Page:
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Escaped Expectations

This post was moved from my old website and originally posted on May 21st, 2013.

I have just uploaded ESCAPED, Book 2 in my Pierced Series, to Amazon and I am very, very nervous.

More nervous than when I published Pierced, my first book!


I think a lot of it has to do with this thing called ‘expectations.’

As amazing as it may sound, I have recently become aware that I have a few fans – or at least Pierced does. Okay, so it is only like ten people at the moment – but they are fans nonetheless! Fans means there is the potential to disappoint. And this terrifies me!

I am worried over how different Escaped is from Book 1. But then I remind myself that it is a novella and not a full-length novel – 28.5K words long – and is not supposed to be like Pierced. It is supposed to merely highlight an episode/event mentioned in Book 1 that was not gone into in any great detail.

I then think about all the comments that I am almost positive will come on some of the choices I made and have decided to explain myself here, as I announce simultaneously that: ESCAPED IS OUT LATER TODAY!!! Okay, I finally got to the point!

There will be no spoilers here so it is safe to read on.

Pierced was written entirely from Pierce’s point of view – a girl with a penchant for piercings, cooking and reality T.V., and who suffers from multiple anxiety disorders. Escaped is written almost entirely from the point of view of Oscar, a Spanish man.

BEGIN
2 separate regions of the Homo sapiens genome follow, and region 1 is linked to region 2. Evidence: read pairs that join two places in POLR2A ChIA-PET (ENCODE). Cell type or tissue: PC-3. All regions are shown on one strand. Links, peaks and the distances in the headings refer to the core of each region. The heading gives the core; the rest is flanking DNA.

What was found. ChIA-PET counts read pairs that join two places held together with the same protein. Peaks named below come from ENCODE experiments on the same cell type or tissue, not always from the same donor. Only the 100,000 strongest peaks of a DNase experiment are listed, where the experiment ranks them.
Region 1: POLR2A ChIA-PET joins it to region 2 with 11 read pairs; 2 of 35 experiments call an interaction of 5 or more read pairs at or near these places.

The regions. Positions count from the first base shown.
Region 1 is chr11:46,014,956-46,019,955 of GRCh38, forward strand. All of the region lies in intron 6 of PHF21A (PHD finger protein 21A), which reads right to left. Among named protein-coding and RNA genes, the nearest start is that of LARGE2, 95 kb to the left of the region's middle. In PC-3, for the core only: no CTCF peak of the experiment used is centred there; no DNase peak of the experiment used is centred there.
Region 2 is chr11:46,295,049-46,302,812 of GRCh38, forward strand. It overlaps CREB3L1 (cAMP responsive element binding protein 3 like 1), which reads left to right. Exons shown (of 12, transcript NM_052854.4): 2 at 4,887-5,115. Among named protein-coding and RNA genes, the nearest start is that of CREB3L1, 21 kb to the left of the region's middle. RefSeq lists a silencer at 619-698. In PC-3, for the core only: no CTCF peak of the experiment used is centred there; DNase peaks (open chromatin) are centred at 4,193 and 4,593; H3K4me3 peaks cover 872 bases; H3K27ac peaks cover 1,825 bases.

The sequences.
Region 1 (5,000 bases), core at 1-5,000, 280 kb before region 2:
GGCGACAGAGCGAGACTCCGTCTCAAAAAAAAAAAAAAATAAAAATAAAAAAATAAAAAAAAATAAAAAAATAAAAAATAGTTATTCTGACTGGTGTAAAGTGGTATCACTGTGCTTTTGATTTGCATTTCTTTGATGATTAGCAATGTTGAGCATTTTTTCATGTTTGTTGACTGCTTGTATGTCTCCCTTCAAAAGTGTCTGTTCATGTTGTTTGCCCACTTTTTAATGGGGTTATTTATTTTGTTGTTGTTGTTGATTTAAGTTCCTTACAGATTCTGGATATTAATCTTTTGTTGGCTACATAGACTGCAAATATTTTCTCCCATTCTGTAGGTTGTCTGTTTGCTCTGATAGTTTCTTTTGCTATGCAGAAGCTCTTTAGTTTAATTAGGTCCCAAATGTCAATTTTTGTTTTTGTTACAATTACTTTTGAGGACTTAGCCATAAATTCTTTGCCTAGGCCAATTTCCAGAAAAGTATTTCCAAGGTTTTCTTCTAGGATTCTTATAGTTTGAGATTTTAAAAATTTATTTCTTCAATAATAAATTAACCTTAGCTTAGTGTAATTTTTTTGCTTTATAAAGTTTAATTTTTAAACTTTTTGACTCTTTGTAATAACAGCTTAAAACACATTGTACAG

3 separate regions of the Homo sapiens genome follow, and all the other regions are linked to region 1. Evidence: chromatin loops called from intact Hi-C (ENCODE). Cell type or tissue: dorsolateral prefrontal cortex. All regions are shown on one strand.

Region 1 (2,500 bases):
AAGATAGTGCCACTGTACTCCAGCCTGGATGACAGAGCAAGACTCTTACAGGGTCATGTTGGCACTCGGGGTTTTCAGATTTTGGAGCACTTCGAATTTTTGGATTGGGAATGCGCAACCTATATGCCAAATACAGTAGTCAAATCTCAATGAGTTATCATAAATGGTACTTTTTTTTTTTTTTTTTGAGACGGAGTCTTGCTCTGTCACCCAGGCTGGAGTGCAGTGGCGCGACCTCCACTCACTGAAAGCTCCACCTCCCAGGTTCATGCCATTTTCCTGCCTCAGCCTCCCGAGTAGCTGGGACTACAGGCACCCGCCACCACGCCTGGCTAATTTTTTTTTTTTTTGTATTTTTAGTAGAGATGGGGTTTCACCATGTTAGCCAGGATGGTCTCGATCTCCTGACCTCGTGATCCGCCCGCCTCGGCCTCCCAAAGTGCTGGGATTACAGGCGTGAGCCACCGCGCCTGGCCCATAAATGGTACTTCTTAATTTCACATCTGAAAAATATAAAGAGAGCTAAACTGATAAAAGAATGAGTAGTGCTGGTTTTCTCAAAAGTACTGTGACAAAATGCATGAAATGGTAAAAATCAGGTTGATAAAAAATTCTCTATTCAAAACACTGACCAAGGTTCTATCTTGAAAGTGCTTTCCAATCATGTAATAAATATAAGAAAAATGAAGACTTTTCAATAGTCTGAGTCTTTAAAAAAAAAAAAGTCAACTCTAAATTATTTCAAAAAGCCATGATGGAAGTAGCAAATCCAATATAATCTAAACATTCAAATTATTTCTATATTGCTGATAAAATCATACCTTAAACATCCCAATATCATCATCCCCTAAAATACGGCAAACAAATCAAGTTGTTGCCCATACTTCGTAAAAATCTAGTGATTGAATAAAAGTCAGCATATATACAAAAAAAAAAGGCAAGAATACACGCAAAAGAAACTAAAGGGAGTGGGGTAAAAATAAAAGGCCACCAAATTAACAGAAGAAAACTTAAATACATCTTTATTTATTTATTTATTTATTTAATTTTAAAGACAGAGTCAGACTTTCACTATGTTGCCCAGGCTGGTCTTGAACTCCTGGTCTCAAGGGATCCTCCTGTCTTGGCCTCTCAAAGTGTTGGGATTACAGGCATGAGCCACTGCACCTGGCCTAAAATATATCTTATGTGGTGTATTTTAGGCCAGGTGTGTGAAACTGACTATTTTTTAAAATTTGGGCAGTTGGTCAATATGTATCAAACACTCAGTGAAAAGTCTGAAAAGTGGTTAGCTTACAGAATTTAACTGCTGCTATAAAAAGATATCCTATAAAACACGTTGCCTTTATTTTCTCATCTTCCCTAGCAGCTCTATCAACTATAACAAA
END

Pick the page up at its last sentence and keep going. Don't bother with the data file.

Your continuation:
Yes, please note the obvious difference. :)

There were several choices I could have made when writing from the perspective of a Latino man, and I will explain here why I made the ones I did – as I am sure one common criticism is going to be “Why is there so much Spanish in the book?”

1. The quick response is going to be: There is not that much, to be completely honest, but I do understand that if you don’t speak a single word of Spanish even one line can be too much. Having said that, apart from simple words like “sí” and “adios,” all Spanish words, phrases etc. have been translated in the sentence following it – which in essence means that if you were to remove all Spanish words from the text, you would not lose any of the meaning.